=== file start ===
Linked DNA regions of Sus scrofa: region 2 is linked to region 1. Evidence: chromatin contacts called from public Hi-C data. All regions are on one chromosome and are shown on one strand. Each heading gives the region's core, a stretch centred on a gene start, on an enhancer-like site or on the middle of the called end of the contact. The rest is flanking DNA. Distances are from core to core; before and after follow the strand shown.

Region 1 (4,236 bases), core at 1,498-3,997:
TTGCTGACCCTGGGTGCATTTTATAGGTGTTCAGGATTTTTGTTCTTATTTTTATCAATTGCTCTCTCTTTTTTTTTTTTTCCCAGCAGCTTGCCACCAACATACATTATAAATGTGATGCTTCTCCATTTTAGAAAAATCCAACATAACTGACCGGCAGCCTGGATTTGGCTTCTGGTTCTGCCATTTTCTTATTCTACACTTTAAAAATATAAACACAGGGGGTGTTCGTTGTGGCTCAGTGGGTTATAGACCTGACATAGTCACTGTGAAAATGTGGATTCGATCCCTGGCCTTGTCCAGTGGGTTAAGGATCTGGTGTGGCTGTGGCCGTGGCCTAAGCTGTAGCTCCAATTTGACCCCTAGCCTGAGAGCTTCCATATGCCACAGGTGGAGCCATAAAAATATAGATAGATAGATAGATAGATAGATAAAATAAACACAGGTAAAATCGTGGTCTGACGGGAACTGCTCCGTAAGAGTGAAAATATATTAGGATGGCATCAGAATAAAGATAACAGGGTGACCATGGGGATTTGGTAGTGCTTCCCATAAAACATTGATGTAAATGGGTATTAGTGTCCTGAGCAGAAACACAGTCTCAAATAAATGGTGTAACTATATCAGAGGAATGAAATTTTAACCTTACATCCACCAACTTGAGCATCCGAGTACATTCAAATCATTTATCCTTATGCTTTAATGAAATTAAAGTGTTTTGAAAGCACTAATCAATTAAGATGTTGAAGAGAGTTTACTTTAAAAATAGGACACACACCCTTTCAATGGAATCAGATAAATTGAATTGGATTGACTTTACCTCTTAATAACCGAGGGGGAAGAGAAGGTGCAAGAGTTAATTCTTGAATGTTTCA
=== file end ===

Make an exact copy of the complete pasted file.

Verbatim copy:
Linked DNA regions of Sus scrofa: region 2 is linked to region 1. Evidence: chromatin contacts called from public Hi-C data. All regions are on one chromosome and are shown on one strand. Each heading gives the region's core, a stretch centred on a gene start, on an enhancer-like site or on the middle of the called end of the contact. The rest is flanking DNA. Distances are from core to core; before and after follow the strand shown.

Region 1 (4,236 bases), core at 1,498-3,997:
TTGCTGACCCTGGGTGCATTTTATAGGTGTTCAGGATTTTTGTTCTTATTTTTATCAATTGCTCTCTCTTTTTTTTTTTTTCCCAGCAGCTTGCCACCAACATACATTATAAATGTGATGCTTCTCCATTTTAGAAAAATCCAACATAACTGACCGGCAGCCTGGATTTGGCTTCTGGTTCTGCCATTTTCTTATTCTACACTTTAAAAATATAAACACAGGGGGTGTTCGTTGTGGCTCAGTGGGTTATAGACCTGACATAGTCACTGTGAAAATGTGGATTCGATCCCTGGCCTTGTCCAGTGGGTTAAGGATCTGGTGTGGCTGTGGCCGTGGCCTAAGCTGTAGCTCCAATTTGACCCCTAGCCTGAGAGCTTCCATATGCCACAGGTGGAGCCATAAAAATATAGATAGATAGATAGATAGATAGATAAAATAAACACAGGTAAAATCGTGGTCTGACGGGAACTGCTCCGTAAGAGTGAAAATATATTAGGATGGCATCAGAATAAAGATAACAGGGTGACCATGGGGATTTGGTAGTGCTTCCCATAAAACATTGATGTAAATGGGTATTAGTGTCCTGAGCAGAAACACAGTCTCAAATAAATGGTGTAACTATATCAGAGGAATGAAATTTTAACCTTACATCCACCAACTTGAGCATCCGAGTACATTCAAATCATTTATCCTTATGCTTTAATGAAATTAAAGTGTTTTGAAAGCACTAATCAATTAAGATGTTGAAGAGAGTTTACTTTAAAAATAGGACACACACCCTTTCAATGGAATCAGATAAATTGAATTGGATTGACTTTACCTCTTAATAACCGAGGGGGAAGAGAAGGTGCAAGAGTTAATTCTTGAATGTTTCA